Book Review: THE BRENTWOOD ANTHOLOGY


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The Brentwood Anthology
Poems by members of the Pittsburgh Poetry Exchange
edited by Judith R. Robinson and Michael Wurster
LUMMOX Press, 2014
$15.00

Reviewed by Alison Taverna

Since re-locating from Boston to Pittsburgh in 2009, I’ve noticed a commonality among Pittsburghers: they like creating against a rough background. They like growing art out of the soot, finding alternative beauty and ways of expression—damp poems written in the dark corners of bars, but altogether valuable, thoughtful, and hauntingly concise.

When the Pittsburgh Poetry Exchange was founded in 1974 by Dieter Weslowski, Lloyd Johnson, Vic Coccimiglio, J.W. Jansen, and Michael Wurster I wouldn’t be born for another 17 years. I wouldn’t step foot on Pittsburgh soil for another 18 after that. I wouldn’t meet one of the Exchange ’s poets who would reach national recognition, Joy Katz, until she became my professor and mentor in 2013. What I’m saying is this: the work that exists in this 100 plus page anthology stretches far beyond what I’ve read and learned and experienced. There is a history that comes across as past and current poetry Exchange members contribute their work—from Joan Bauer to Stephen Pusateri. Together in this collection, we are witness to where the Exchange started and where it’s going.

The Exchange was originally founded to provide community services such as readings, workshops, and a network of information to those outside the university loop. This anthology, in fact, is the first time poetry associated with the Exchange has been published in a single book. About the anthology Wurster, the lone co-founder still involved with the organization, says “It represents the richness of poetry, literature and the arts in Pittsburgh in general, but it also represents, if I may say so, the poetic brilliance of these 22 poets.” While the editors claim there are no overarching themes, I think the most telling, consistent theme is a Pittsburgh mentality, obvious in each poem—the I can create art from dark spaces. I can find worth in the mundane, the deteriorated, the forgotten. Joan Bauer hints at this towards the end of her poem “Duckweed”—

…I’m learning
what grows on backwater ponds & streams.
It’s worth half-wrecking the tires,
driving down this gravel road to find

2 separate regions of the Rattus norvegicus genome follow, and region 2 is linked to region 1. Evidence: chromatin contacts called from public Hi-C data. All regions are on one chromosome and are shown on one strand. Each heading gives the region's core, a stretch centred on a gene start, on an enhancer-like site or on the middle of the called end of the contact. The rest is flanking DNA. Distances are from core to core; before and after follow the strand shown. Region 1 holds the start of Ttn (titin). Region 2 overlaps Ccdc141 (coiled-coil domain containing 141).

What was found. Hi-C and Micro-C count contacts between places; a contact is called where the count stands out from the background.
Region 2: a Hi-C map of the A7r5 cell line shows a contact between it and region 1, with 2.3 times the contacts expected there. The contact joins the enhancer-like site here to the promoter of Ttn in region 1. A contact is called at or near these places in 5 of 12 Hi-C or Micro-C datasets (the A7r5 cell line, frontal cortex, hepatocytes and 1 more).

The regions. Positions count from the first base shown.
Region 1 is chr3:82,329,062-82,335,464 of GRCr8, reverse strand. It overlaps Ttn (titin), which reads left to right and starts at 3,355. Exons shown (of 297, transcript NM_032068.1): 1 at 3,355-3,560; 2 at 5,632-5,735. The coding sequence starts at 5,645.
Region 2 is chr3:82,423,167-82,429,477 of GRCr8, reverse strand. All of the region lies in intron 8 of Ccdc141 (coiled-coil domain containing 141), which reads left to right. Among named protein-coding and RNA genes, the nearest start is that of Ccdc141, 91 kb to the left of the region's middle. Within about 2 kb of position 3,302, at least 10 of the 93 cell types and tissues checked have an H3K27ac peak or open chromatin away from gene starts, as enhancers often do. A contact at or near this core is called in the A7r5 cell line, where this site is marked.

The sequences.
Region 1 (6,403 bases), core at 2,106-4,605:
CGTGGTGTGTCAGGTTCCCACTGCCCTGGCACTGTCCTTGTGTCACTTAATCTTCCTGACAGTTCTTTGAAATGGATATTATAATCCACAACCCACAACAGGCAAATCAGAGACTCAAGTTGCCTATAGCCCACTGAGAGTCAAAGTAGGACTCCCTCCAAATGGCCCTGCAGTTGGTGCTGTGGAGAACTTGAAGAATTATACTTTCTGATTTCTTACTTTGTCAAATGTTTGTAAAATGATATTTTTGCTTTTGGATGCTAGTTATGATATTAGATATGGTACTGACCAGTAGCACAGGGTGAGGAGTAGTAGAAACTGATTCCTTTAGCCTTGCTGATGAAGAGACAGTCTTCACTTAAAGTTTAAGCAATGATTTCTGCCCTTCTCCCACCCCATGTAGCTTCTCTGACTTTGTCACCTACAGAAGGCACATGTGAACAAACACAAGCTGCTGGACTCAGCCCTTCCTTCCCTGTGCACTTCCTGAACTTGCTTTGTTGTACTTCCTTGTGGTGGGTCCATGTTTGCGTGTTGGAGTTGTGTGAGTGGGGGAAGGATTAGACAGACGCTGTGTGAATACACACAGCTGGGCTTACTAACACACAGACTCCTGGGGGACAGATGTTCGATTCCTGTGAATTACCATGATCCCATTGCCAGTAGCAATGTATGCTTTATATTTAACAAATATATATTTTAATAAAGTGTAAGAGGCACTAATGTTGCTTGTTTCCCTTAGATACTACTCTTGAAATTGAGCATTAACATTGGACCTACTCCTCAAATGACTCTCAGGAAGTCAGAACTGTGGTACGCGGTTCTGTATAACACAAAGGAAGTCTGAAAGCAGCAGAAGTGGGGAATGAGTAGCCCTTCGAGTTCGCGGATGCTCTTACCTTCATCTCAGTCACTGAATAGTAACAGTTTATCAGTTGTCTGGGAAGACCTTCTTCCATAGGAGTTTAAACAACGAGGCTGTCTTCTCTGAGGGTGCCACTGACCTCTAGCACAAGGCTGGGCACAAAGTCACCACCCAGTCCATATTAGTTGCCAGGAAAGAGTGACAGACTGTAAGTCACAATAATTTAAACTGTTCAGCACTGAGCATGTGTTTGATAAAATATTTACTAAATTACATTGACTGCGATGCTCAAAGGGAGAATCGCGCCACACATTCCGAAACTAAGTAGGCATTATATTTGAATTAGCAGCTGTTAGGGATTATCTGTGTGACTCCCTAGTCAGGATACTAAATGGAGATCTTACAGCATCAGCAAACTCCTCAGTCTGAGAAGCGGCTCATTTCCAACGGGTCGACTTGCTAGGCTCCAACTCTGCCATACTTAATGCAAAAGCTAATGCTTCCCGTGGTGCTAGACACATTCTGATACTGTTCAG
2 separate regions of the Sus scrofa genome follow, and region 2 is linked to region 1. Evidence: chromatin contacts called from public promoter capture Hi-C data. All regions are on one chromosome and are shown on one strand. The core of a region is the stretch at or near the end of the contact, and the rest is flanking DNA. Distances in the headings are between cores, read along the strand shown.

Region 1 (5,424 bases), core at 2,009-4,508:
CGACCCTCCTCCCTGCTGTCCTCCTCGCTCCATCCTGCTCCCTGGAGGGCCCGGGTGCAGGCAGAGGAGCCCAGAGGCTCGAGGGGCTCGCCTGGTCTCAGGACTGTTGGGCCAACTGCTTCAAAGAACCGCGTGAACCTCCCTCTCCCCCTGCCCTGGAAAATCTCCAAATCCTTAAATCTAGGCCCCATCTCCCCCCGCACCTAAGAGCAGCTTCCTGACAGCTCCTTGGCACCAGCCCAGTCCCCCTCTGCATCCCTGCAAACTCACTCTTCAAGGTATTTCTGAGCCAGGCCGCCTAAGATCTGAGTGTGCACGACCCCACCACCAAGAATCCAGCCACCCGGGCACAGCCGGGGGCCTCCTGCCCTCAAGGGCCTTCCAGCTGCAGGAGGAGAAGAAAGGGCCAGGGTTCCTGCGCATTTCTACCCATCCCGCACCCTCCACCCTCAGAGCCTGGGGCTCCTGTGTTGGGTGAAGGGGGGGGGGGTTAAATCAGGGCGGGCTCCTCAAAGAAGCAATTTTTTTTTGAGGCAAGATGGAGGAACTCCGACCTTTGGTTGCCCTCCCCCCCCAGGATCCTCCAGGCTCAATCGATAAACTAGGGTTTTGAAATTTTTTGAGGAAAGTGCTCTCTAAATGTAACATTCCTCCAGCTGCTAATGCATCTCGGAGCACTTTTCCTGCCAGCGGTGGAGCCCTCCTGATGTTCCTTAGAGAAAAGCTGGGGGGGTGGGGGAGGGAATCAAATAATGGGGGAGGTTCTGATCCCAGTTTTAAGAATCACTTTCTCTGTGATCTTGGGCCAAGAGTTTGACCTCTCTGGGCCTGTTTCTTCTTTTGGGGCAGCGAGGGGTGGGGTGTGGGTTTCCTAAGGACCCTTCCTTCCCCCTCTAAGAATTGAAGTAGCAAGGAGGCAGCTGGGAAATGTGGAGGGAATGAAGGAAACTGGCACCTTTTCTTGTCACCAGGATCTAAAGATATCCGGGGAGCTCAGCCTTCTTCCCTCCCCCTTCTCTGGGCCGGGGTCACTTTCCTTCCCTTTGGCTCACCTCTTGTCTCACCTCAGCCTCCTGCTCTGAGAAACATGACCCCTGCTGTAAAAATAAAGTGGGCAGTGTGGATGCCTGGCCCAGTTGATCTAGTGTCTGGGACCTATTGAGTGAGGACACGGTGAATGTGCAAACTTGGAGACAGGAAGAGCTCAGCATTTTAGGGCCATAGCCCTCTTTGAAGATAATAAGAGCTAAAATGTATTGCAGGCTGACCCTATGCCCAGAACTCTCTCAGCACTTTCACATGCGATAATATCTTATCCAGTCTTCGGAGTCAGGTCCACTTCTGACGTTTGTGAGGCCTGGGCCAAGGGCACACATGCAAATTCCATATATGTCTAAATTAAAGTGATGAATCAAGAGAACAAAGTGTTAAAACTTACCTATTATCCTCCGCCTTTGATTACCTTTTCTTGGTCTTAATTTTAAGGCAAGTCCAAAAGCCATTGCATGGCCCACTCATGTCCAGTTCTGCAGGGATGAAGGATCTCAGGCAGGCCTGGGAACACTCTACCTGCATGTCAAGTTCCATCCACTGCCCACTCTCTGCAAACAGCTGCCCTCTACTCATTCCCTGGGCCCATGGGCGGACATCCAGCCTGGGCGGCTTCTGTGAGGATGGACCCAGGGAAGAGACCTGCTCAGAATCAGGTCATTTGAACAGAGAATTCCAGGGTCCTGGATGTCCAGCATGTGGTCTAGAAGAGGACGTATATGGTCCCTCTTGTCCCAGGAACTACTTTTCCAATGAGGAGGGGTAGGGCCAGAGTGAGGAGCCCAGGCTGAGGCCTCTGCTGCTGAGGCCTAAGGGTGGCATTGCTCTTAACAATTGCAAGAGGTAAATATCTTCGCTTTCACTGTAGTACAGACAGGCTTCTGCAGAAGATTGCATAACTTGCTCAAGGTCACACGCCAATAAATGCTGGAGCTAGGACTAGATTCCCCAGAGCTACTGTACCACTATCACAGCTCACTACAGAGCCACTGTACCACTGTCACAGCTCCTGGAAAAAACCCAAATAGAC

the smallest flowers in the world.

Similarly, Jolanta Konewka Minor’s “River” discusses the pollution of natural spaces, specifically a river flowing not with rocks and driftwood but disposed appliances and bottles. Yet, there is hope in these discarded places as she ends, “the water flows—still / still beautiful / determined / though it cannot / sustain life / at this / very moment…

Stylistically, these poems are concise, ominous, subtle, and conscious of the simple image bumping up against life’s bigger questions. I read and I’m left, often in the last stanza, by a moment or insight so powerful the poem must end. For example, in Michael Albright’s “In Name Of” the speaker paces the halls at Mass General. The day before he lets “her go” and walks into the chapel, reading the guestbook entries, of which the poem ends on—

And then, in the next box,
a blinking yellow light,
Help me,
with the initials written in,
then inked completely out.

One of my favorite poems in the anthology is Sheila Kelly’s “The Accident.” Fast-paced and microscopic, we rush with the speaker as she hits a woman with her Honda. There is an attention to color, to the musicality of language, the circular panic the mind travels in terrible moments:

in white August sun—my Honda, my blouse,
her headscarf – white, white, white—and
turning left I hit her. And I jumped from
the car, it went something like the song
and the singing—bluesy, bruising—bodies
in amber…

While I pull quotes from Bauer, Konewka, Albright, and Kelly, these are only a few of the talented poets compiled into this anthology. All poets and poems in this collection not only represent a Pittsburgh aesthetic, but a community of artists who have supported and created together for years before my existence, and hopefully for years after.


 

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